Crusty Cranberry Nut No Knead Bread

Yeasted bread has never been easier. This simple mixing method produces the most beautiful and crusty cranberry nut no knead bread with practically zero hands-on work!

No-knead super crusty, soft, and EASY bread made in the dutch oven! Filled with dried cranberries and walnuts, the bread is delicious! Recipe on

Here’s a recipe you’re going to memorize and I’m not saying that because it’s so simple. I’m saying it because it’s an unbelievably and awesomely delicious homemade bread with a major crust, a soft and chewy texture, and plenty of irresistible nuts and dried cranberries to keep each piece interesting and unique. You won’t be able to stop making it. You won’t be able to stop eating it. And, as such, you’ll memorize the recipe in no time. That’s a guarantee.

I’ve made this no knead bread 4x within 2 weeks and I’m not even a bread person. But it MADE ME A BREAD PERSON. Not sure if that’s a bad thing?

No-knead super crusty, soft, and EASY bread made in the dutch oven! Filled with dried cranberries and walnuts, the bread is delicious! Recipe on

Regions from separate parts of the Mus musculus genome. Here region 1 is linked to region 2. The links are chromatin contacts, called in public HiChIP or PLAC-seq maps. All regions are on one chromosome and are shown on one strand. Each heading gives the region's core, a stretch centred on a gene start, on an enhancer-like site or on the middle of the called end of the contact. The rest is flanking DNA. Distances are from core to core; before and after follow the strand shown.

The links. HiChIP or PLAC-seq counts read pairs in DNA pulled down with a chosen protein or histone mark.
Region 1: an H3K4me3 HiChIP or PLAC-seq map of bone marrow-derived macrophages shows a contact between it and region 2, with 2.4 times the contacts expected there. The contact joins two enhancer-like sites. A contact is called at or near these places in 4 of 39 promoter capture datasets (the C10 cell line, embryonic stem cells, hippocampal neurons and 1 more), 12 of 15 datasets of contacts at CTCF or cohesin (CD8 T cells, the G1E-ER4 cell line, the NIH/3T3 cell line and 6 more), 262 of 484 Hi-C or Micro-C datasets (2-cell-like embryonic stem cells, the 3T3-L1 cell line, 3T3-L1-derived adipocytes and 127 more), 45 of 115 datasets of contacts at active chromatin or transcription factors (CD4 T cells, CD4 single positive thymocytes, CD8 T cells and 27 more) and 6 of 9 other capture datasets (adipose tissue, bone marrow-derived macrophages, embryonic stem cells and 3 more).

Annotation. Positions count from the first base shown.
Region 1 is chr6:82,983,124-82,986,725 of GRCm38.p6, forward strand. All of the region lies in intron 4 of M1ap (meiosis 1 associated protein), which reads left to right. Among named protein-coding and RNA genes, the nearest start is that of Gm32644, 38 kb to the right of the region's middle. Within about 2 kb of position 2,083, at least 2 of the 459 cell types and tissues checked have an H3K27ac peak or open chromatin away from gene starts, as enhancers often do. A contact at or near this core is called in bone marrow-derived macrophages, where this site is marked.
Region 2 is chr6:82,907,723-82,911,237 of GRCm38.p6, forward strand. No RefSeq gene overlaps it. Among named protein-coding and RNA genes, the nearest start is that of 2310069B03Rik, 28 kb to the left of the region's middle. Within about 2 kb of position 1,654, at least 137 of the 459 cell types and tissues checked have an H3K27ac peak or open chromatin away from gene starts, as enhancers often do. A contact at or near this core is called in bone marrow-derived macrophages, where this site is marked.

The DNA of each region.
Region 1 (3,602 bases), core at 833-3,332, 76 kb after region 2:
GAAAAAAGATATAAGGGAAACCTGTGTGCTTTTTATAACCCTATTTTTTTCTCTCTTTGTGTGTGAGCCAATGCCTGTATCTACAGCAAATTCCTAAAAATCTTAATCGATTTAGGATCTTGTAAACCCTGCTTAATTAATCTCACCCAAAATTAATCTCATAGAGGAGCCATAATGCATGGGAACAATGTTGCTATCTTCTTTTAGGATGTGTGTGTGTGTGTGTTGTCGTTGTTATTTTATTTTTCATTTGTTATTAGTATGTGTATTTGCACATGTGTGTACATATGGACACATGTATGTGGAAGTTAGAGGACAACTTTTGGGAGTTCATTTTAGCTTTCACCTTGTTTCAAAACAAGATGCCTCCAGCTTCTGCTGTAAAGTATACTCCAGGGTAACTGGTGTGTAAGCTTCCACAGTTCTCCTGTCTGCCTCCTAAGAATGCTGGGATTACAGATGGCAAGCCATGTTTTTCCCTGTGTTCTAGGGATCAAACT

“Homemade bread” and “easy” are terms that don’t typically go hand-in-hand. When you think of homemade bread, you get pretty freaked out, right? Seems like a terrible idea, majorly complicated, and a general waste of time. This recipe, however, will completely change that universal thought. I realize that’s a pretty big promise, but I’m confident your perception of homemade bread will switch from “too fancy schmancy” to “wow, I can do this.”

Baking with Yeast Guide

Reference this Baking with Yeast Guide whenever you work with baker’s yeast. I include practical answers to all of your common yeast questions.

This bread, like my homemade artisan bread, has all the bells and whistles and takes zero effort to make. If you’re feeling lazy…. awesome. Because this recipe is for you.

How to Make No Knead Bread

  1. Stir 5 ingredients together. Don’t even break out your mixer.